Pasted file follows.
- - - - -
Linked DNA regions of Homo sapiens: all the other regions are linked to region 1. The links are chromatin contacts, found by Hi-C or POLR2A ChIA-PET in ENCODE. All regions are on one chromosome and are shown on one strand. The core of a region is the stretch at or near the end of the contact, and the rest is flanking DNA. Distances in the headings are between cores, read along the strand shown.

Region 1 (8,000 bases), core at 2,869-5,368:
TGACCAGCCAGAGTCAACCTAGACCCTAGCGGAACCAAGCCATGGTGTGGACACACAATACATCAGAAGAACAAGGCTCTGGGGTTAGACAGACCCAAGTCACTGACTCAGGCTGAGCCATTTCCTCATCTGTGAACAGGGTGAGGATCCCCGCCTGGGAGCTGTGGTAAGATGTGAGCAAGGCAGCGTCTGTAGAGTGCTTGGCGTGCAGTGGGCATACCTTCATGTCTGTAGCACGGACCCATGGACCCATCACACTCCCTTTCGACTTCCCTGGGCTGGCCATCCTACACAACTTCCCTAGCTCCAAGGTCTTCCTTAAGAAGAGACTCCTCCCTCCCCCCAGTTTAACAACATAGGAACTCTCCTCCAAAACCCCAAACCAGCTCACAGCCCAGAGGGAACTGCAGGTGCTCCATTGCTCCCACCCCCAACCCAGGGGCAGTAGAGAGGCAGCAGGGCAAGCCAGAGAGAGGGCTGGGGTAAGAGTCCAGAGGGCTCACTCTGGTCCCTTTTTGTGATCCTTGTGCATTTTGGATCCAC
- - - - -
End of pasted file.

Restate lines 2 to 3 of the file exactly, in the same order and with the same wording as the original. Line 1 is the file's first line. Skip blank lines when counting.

Region 1 (8,000 bases), core at 2,869-5,368:
TGACCAGCCAGAGTCAACCTAGACCCTAGCGGAACCAAGCCATGGTGTGGACACACAATACATCAGAAGAACAAGGCTCTGGGGTTAGACAGACCCAAGTCACTGACTCAGGCTGAGCCATTTCCTCATCTGTGAACAGGGTGAGGATCCCCGCCTGGGAGCTGTGGTAAGATGTGAGCAAGGCAGCGTCTGTAGAGTGCTTGGCGTGCAGTGGGCATACCTTCATGTCTGTAGCACGGACCCATGGACCCATCACACTCCCTTTCGACTTCCCTGGGCTGGCCATCCTACACAACTTCCCTAGCTCCAAGGTCTTCCTTAAGAAGAGACTCCTCCCTCCCCCCAGTTTAACAACATAGGAACTCTCCTCCAAAACCCCAAACCAGCTCACAGCCCAGAGGGAACTGCAGGTGCTCCATTGCTCCCACCCCCAACCCAGGGGCAGTAGAGAGGCAGCAGGGCAAGCCAGAGAGAGGGCTGGGGTAAGAGTCCAGAGGGCTCACTCTGGTCCCTTTTTGTGATCCTTGTGCATTTTGGATCCAC